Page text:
Maritime Labour Convention - Club briefing (Editorial - 2nd December 2010)

The Club has published its latest Legal Briefing "Comprehensive rights and protection at work" reviewing the Maritime Labour Convention (MLC) and explaining the implications for Members of its adoption into national labour laws.

The MLC is a single, consolidated convention that provides comprehensive rights and protection at work for more than 1.2 million seafarers worldwide. It consolidates and updates more than 65 international labour standards relating to seafarers adopted over the last 80 years and, importantly, for the first time, it creates a system of certification and inspection to enforce those standards.

Thirty member states with a total share in the world gross tonnage of ships of 33 per cent are required to ratify the convention for it to come into force. The ten states who have so far ratified already satisfy that minimum tonnage requirement.

Although it is unlikely that the MLC will come into force before 2012, Members should start taking steps now to ensure that they are prepared once the Convention is fully ratified and becomes effective.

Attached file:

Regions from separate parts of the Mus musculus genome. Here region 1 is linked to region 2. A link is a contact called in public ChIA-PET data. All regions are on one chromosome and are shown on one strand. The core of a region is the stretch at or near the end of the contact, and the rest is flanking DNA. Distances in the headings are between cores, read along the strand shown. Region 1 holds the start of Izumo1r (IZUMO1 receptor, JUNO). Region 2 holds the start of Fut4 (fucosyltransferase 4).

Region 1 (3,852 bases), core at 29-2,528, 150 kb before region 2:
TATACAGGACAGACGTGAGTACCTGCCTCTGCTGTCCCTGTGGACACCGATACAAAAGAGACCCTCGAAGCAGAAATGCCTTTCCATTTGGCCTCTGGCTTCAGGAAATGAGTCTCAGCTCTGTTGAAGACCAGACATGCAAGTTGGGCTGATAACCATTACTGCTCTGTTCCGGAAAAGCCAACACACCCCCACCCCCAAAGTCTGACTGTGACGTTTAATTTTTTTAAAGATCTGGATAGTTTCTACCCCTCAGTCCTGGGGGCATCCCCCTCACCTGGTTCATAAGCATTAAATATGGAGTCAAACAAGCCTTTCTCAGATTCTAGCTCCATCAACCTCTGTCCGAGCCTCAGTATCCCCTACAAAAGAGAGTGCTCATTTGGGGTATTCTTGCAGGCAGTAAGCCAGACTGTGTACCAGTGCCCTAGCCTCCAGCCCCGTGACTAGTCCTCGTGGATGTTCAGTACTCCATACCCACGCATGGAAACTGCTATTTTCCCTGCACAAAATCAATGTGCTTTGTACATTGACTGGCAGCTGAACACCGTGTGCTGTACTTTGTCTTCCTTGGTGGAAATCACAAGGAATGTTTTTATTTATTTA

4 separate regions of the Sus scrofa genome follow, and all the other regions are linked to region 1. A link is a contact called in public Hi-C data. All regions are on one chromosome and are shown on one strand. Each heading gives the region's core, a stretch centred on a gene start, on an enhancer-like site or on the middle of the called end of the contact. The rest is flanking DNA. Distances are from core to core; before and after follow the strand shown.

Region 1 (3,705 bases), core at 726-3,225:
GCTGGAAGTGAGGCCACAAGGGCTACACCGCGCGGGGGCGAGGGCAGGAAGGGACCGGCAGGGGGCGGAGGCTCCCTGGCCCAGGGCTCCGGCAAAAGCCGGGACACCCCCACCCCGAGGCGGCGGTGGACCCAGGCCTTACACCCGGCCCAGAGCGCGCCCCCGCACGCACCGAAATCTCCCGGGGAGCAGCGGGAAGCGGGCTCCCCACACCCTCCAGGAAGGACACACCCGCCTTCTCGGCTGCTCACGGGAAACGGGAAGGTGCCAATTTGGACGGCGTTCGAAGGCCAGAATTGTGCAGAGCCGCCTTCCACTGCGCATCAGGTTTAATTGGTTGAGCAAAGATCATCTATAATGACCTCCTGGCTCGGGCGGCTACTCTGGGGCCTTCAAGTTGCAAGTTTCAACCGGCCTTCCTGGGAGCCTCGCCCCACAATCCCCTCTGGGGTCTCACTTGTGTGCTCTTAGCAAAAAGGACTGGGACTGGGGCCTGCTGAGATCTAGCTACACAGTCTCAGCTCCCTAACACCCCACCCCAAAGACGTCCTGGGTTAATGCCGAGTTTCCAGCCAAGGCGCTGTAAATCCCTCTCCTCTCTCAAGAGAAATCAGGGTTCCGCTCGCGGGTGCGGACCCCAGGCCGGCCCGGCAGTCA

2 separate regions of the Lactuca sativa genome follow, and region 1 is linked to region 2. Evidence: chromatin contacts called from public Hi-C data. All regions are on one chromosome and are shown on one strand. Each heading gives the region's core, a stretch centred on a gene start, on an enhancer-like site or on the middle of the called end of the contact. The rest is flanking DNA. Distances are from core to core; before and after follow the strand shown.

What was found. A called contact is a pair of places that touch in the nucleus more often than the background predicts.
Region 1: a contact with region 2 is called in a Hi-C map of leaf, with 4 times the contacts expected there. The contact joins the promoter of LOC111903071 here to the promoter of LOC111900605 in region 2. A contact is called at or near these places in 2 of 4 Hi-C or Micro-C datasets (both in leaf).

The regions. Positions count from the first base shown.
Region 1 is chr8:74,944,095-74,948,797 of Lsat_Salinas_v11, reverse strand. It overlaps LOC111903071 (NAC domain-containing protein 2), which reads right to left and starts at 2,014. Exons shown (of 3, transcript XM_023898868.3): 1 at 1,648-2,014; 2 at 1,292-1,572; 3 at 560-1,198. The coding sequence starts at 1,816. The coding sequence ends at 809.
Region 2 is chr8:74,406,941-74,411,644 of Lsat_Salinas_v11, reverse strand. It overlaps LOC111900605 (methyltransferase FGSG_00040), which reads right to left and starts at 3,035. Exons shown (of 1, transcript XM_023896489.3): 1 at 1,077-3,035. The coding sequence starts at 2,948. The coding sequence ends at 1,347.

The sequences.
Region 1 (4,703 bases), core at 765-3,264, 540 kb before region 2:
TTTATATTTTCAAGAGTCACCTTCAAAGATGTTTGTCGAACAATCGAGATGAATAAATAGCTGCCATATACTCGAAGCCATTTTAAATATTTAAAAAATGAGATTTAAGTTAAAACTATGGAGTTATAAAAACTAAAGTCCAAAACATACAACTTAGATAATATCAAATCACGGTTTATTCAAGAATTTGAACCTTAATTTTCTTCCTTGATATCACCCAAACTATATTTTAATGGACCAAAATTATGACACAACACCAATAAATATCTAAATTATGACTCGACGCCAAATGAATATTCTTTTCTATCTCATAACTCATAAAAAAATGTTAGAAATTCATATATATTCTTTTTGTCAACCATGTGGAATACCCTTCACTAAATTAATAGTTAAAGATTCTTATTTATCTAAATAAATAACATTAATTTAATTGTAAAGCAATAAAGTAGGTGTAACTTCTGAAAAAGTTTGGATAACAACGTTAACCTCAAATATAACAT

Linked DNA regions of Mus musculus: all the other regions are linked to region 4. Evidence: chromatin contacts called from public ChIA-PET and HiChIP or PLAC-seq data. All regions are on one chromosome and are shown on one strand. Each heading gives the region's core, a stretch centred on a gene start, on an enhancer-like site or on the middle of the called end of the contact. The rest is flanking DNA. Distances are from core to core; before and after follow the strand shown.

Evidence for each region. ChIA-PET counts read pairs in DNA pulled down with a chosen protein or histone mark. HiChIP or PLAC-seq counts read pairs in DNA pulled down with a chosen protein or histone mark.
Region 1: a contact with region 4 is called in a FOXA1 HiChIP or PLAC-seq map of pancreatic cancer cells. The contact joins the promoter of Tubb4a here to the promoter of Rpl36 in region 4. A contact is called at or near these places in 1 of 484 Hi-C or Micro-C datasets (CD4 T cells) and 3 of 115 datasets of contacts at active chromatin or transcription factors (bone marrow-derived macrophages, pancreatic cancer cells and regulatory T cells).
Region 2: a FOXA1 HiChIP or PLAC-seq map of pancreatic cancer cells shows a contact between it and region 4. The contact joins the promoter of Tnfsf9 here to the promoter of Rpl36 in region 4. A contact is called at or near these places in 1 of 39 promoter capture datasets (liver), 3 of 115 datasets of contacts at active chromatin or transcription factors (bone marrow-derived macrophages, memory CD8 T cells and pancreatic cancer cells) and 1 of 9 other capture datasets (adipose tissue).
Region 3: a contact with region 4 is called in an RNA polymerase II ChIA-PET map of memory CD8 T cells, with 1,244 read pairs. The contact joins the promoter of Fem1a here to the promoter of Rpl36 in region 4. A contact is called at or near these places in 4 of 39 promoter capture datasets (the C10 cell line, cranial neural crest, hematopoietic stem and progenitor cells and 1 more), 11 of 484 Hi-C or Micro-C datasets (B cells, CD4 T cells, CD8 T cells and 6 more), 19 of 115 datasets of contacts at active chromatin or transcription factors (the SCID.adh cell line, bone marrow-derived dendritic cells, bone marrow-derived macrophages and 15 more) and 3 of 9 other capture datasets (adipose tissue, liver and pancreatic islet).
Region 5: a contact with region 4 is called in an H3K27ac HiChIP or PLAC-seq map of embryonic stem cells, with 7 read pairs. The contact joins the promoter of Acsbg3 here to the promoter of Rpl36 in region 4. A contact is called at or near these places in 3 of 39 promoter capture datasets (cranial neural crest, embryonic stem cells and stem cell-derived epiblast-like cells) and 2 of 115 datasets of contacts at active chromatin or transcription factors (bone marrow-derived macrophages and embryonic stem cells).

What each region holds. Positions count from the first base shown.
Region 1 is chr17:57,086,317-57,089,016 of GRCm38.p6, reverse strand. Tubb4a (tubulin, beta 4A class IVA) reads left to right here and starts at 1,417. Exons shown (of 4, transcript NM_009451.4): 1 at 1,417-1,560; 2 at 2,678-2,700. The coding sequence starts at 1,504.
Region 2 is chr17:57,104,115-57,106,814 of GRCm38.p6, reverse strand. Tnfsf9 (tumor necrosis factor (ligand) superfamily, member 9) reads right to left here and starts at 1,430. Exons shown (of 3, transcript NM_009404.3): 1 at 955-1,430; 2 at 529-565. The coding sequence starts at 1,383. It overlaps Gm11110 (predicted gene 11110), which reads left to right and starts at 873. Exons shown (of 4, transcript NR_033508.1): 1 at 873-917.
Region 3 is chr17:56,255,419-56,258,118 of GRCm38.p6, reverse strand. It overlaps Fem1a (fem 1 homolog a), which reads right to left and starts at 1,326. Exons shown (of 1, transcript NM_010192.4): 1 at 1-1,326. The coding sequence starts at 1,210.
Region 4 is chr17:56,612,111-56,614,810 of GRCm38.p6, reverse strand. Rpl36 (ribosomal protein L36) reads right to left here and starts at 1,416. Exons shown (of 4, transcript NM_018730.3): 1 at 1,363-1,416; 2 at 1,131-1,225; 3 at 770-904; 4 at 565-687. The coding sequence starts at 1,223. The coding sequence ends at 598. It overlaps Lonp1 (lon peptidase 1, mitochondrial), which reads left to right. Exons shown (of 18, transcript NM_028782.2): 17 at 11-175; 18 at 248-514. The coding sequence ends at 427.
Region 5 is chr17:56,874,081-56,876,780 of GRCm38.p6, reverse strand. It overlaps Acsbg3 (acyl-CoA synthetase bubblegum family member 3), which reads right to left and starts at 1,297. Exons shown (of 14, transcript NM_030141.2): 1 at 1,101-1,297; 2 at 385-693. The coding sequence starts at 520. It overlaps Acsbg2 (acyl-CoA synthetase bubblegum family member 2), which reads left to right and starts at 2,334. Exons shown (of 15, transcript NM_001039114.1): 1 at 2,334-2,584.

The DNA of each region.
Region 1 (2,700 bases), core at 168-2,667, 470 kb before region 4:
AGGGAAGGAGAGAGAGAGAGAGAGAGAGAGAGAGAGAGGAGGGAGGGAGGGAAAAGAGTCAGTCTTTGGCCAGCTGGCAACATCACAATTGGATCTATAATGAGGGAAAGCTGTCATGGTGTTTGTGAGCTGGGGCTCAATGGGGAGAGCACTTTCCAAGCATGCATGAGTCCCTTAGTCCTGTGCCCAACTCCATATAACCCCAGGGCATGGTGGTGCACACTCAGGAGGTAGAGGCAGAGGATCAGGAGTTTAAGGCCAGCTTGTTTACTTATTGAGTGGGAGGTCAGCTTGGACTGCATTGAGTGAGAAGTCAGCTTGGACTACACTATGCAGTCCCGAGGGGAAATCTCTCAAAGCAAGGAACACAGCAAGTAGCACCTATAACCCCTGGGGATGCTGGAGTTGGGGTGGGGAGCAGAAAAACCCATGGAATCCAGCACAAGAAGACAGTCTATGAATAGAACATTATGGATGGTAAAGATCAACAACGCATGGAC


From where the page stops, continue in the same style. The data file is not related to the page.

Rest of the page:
P&I Club cover will respond to the majority of the requirements but has significant gaps and will not cover, for instance, repatriation after insolvency and claims for unpaid wages, nor will it respond directly to seafarers' claims for compensation as

opposed to indemnifying the owner.

The MLC represents a significant change to the regulation of employment terms and working conditions for seafarers. For example, Masters and senior officers will need to be trained in ensuring that the ship is compliant with the MLC including dealing with crew complaints and monitoring working time limits.

The Legal Briefing suggests a number of action steps for Members to initiate this process, in close consultation with their legal advisors.

Staff Author